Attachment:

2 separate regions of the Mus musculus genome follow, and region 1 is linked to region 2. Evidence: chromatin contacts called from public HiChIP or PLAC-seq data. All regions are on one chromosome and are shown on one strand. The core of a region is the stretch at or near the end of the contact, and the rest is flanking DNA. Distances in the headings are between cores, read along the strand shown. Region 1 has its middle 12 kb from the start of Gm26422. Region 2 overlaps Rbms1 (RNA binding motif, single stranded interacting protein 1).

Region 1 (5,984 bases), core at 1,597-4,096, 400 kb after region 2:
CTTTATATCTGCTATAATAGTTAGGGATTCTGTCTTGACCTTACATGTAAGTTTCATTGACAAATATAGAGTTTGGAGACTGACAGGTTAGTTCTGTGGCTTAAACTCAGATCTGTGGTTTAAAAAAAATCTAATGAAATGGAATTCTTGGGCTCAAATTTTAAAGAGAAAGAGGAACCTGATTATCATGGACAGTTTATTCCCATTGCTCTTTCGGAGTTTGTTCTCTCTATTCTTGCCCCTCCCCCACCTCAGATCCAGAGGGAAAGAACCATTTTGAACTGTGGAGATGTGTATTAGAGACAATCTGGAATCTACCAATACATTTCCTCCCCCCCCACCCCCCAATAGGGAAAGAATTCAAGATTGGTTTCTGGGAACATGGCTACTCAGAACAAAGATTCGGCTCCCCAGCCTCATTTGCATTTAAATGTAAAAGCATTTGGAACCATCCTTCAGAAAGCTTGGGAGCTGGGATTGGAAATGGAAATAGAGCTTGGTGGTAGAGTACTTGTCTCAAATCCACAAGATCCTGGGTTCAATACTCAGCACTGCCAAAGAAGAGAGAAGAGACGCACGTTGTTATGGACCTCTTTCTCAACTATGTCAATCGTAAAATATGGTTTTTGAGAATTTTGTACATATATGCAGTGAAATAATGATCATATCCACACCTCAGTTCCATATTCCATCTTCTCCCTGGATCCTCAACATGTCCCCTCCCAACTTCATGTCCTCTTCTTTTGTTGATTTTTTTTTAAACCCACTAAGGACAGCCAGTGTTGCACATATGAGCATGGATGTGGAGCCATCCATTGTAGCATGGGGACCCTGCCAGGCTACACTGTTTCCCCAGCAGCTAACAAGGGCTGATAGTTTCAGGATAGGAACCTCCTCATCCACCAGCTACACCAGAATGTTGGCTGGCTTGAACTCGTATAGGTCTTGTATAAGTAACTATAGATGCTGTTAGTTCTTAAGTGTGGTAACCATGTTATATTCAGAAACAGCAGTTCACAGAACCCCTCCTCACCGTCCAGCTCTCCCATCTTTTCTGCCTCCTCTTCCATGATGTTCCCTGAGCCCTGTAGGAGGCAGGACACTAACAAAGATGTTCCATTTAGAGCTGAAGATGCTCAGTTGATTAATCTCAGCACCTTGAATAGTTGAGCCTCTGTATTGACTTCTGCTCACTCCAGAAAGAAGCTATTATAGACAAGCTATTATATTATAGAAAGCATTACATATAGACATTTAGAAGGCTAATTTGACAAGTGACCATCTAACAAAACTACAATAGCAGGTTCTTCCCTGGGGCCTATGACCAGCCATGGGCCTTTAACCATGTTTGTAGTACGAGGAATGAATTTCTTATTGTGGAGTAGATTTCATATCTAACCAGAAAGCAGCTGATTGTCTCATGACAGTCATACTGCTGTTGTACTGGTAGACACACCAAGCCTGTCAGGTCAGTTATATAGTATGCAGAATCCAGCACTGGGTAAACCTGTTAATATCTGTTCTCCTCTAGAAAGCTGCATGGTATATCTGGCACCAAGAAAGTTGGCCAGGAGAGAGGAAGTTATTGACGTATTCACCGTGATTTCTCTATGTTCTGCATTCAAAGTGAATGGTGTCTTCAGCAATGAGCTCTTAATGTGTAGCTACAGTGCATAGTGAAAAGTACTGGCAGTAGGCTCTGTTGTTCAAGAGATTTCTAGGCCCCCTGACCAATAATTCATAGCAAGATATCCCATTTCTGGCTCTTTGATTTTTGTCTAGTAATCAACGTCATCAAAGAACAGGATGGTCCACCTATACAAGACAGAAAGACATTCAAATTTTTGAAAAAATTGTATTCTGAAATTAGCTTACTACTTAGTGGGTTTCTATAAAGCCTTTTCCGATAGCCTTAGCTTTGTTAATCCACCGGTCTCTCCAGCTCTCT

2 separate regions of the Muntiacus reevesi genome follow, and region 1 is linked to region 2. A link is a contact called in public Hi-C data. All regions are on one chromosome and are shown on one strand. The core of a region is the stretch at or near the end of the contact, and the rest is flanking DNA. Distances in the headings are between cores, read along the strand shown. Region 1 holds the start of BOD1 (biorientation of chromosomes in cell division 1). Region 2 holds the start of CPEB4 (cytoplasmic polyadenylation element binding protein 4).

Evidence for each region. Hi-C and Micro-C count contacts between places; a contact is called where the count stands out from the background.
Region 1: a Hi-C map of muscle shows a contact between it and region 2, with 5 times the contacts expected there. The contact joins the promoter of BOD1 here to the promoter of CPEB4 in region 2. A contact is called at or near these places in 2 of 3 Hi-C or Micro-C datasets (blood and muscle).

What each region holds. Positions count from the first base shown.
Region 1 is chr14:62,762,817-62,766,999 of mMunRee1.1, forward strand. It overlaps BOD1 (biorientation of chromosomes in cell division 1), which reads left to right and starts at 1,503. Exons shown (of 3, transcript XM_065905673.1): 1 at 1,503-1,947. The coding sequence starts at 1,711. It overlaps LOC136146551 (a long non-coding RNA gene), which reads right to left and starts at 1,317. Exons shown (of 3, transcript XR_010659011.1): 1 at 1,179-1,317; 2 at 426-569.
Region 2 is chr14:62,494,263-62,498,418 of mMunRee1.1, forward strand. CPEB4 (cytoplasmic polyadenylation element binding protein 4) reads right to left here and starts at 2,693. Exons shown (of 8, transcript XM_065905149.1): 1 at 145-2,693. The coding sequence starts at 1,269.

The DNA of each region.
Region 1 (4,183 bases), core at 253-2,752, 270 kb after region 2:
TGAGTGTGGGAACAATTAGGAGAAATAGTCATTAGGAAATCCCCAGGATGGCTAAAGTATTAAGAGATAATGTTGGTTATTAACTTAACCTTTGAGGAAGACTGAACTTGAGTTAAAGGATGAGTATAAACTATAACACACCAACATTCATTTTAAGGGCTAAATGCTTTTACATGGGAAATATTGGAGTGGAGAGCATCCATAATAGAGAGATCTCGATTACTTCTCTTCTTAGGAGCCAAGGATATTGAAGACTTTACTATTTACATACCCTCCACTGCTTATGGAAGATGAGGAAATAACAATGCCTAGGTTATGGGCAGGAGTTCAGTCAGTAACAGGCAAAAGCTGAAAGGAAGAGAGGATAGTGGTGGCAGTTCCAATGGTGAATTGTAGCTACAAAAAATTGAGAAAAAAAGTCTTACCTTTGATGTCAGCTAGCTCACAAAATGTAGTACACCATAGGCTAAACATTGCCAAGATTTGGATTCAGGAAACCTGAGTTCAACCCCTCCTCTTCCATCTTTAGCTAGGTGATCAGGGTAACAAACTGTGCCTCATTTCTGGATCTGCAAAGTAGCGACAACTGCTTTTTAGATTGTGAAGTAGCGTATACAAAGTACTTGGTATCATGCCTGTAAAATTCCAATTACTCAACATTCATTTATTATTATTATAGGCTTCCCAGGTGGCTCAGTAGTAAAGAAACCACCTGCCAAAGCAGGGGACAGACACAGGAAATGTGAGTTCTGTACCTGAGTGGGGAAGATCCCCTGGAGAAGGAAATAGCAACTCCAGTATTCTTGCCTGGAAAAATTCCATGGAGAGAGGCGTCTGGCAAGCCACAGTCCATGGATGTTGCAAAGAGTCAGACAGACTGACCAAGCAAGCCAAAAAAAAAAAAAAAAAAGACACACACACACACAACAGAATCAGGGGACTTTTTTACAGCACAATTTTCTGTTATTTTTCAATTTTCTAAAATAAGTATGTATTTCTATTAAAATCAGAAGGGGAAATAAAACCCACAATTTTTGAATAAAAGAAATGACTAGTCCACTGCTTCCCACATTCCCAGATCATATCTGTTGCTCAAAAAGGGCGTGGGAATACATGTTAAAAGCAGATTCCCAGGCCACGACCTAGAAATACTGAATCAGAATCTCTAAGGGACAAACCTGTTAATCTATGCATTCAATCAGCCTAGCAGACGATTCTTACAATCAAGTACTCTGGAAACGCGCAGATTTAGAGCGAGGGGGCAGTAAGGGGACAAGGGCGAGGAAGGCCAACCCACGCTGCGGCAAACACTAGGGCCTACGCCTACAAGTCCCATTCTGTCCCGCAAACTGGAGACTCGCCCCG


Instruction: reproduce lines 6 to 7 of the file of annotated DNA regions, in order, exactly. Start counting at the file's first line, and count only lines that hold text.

Region 1: a Hi-C map of muscle shows a contact between it and region 2, with 5 times the contacts expected there. The contact joins the promoter of BOD1 here to the promoter of CPEB4 in region 2. A contact is called at or near these places in 2 of 3 Hi-C or Micro-C datasets (blood and muscle).

What each region holds. Positions count from the first base shown.